Never heard of bellyaking? That’s because it was invented in Asheville back in 2012 but has caught on more in the last few years. This sport takes kayaking and flips it quite literally as paddlers lay on their bellies and use their arms—many opt to also use webbed flow gloves—and paddle face-first on rivers, lakes, and even oceans as bellyak rental locations continue to pop up in ocean towns.
Not ready to try bellyaking? Try kayaking the French Broad River or Lake James for nice, easy paddling experiences. Or, turn it up a notch and head to Big Creek or Green River’s challenging Narrows, which has been credited as molding the sport and establishing Asheville “as a central hub of the whitewater kayaking industry,” according to silver medalist Chris Gragtmans. Learners should check out the Nantahala Outdoor Center, which also offers canoeing and paddleboarding.
If whitewater kayaking isn’t for you, traditional whitewater rafting opportunities exist at six different rivers, from easy rapids along the French Broad and North Toe River to more challenging rapids at Pigeon and Tuckasegee rivers. The most popular, in part due to the Nantahala Outdoor Center, is the Nantahala River, which takes paddlers down eight miles of the river across class II and III rapids.
Hiking may just be the most popular outdoor activity to do in Asheville thanks to thousands of trails for every ability level. Drive along the Blue Ridge Parkway and look for trailheads peeking out behind milepost markers, go on a waterfall hunt, or be rewarded atop summits with incredible sunsets. Many areas are dog-friendly and offer primitive camping as well, and two famous long hikes, the 1,200-mile Mountains-to-Sea and 2,200-mile Appalachian Trail, can also be accessed from Asheville.
Road biking and mountain biking are big deals in Asheville. Many bikers utilizing the Blue Ridge Parkways to get their road miles in, while others take advantage of the paved river path at the Biltmore Estate. Both Pisgah and Nantahala National Forests have plenty of mountain biking trails, including the popular Bent Creek Experimental Forest. RootsRated has even said, “Some of the country’s most epic mountain biking is carved into the steep hillsides surrounding Asheville,” so plan your biking trip pronto.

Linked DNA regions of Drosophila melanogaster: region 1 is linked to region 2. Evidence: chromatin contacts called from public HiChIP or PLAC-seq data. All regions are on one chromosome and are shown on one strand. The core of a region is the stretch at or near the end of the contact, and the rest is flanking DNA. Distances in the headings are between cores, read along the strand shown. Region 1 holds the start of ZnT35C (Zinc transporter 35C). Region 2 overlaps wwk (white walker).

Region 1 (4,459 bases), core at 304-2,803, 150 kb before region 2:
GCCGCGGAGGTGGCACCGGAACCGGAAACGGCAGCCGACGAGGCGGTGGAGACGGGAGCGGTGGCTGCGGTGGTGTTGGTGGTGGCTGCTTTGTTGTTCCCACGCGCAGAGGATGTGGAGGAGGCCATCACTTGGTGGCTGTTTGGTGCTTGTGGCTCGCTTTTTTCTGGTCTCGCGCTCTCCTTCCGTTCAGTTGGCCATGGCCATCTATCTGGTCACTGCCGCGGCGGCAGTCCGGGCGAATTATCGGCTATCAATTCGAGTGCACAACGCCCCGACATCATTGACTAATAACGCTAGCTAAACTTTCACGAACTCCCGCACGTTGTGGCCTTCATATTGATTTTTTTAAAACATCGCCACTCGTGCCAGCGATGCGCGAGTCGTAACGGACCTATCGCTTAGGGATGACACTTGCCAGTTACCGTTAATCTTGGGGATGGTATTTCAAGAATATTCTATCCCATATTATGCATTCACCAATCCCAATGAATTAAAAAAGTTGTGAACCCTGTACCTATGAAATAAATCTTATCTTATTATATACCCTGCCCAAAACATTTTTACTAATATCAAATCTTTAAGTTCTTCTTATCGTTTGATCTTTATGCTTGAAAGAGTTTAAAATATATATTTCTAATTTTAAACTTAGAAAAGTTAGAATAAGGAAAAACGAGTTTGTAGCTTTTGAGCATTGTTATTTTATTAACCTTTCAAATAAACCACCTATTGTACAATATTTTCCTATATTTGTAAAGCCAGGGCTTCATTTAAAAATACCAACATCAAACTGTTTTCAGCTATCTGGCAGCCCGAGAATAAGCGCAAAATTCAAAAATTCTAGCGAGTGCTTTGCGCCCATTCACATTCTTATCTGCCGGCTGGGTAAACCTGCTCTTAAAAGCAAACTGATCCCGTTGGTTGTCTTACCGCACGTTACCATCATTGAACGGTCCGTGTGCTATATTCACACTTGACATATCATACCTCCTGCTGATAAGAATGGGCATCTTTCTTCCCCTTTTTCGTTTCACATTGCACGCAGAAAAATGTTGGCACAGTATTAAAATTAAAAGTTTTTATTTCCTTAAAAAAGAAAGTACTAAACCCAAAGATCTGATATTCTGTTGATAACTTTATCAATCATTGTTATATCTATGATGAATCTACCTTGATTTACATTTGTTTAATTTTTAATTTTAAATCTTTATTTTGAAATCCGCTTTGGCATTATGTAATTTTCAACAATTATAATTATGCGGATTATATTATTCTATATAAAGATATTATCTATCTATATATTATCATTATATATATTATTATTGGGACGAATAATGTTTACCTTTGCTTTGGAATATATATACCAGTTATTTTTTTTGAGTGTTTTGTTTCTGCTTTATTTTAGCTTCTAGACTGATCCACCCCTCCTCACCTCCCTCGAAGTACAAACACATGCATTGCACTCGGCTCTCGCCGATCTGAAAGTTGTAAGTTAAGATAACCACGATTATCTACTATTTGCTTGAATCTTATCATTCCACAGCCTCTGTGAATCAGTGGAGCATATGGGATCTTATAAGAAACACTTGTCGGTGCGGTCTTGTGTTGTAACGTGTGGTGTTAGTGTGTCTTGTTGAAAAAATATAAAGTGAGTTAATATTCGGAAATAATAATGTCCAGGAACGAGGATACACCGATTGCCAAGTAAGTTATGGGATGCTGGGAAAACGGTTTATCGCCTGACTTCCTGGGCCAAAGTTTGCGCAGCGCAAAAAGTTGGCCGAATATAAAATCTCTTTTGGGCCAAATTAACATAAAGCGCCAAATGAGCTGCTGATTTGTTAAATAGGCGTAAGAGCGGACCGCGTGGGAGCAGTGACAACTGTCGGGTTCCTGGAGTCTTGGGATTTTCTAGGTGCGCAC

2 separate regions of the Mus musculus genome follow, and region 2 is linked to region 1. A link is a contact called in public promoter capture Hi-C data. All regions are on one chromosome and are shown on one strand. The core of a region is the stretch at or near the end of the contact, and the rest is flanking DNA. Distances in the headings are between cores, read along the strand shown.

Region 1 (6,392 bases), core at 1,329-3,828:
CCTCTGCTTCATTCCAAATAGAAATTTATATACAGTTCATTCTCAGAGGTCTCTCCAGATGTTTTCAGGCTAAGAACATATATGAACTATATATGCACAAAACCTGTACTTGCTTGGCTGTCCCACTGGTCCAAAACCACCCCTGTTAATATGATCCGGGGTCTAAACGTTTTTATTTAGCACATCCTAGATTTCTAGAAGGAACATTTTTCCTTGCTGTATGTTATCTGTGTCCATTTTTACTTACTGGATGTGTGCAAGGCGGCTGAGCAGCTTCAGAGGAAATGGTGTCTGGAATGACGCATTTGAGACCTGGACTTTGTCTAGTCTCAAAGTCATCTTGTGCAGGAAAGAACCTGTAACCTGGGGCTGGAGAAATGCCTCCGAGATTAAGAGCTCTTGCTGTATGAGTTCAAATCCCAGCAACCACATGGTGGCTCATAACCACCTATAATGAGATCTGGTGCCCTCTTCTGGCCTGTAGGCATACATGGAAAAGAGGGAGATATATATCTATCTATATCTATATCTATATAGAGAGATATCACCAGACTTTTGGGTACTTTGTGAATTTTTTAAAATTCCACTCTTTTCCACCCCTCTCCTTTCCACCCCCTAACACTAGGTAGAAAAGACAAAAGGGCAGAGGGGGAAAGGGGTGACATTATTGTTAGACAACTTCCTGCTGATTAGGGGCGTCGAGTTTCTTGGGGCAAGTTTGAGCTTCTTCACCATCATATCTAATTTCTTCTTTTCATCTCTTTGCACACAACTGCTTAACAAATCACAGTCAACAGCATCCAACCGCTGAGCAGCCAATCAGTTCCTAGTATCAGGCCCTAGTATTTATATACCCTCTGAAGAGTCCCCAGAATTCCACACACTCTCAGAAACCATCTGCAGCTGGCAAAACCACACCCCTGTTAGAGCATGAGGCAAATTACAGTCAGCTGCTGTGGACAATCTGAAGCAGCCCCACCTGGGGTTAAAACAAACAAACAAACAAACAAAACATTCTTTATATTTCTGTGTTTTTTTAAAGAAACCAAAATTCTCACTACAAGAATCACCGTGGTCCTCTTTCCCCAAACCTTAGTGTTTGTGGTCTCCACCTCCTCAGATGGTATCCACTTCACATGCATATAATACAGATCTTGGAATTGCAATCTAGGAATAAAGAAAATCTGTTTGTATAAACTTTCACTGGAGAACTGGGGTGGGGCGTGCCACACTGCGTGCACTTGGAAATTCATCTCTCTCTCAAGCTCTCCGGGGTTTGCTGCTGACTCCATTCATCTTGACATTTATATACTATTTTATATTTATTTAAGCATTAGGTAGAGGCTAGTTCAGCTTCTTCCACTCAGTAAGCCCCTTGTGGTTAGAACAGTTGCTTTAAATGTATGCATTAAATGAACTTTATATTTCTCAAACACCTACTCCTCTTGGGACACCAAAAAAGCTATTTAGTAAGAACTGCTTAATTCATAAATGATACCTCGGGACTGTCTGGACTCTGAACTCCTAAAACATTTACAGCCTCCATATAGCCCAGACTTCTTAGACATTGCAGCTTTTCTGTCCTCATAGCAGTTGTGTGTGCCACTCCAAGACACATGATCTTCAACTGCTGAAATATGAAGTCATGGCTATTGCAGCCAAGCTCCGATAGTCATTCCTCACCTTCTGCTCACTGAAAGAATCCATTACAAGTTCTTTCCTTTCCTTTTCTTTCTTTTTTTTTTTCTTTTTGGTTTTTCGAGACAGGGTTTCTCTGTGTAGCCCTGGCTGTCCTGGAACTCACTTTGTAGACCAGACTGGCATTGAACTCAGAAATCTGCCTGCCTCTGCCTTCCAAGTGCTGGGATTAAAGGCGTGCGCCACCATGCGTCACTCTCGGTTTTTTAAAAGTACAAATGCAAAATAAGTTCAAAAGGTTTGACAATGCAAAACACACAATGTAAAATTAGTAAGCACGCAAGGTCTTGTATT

Along with epic biking opportunities, the Asheville area is also home to the fastest, steepest ziplining in America at The Gorge. During your three-hour tour, expect 11 trips flying between the trees, three rappels, and even a 1,000-foot drop as you fly over the Green River Gorge. On clear days, zipliners can also catch glimpses of Linville Gorge, Lake James, and perhaps even Grandfather Mountain.
With tons of campgrounds and primitive spots, camping is the preferred way to be a weekend warrior in Asheville. Camp at Oskar Blues for their Burning Can festival or to take part in a running event in the woods, or find a river, waterfall, or gorge campsite to call home for a spell within the one million acres of national forest at Pisgah or Nantahala. Whether you prefer car camping or backpacking in, Western North Carolina has it.
During summer months, colorful tubes dot the French Broad River nearly every day, especially on the weekends. Floating the day away with a few friends and a cooler equates to a great way to get up close with nature without having to work too hard for this beautiful reward. Deep Creek, Green River, and Catawba River are also popular tubing spots.
With hundreds of waterfalls waiting to be explored around Asheville, it’s no surprise that the plethora of cool watering holes attracts thousands of people each year. Kids love Sliding Rock, an all-natural, 60-foot waterslide that dumps into a small pool, while kids at heart may prefer the rope swing at Hooker Falls or the jump off rocks at Bust Your Butt Falls or Skinny Dip Falls. For lake swimming, Lake Lure and Lake James provide sand and beautiful views.
Lastly, an outdoor adventure in Asheville isn’t confined to warmer weather. Six ski areas exist in North Carolina, and all are less than two hours from Asheville. Together, these ski resorts provide over 100 trails and acres of fun typically from late November through February.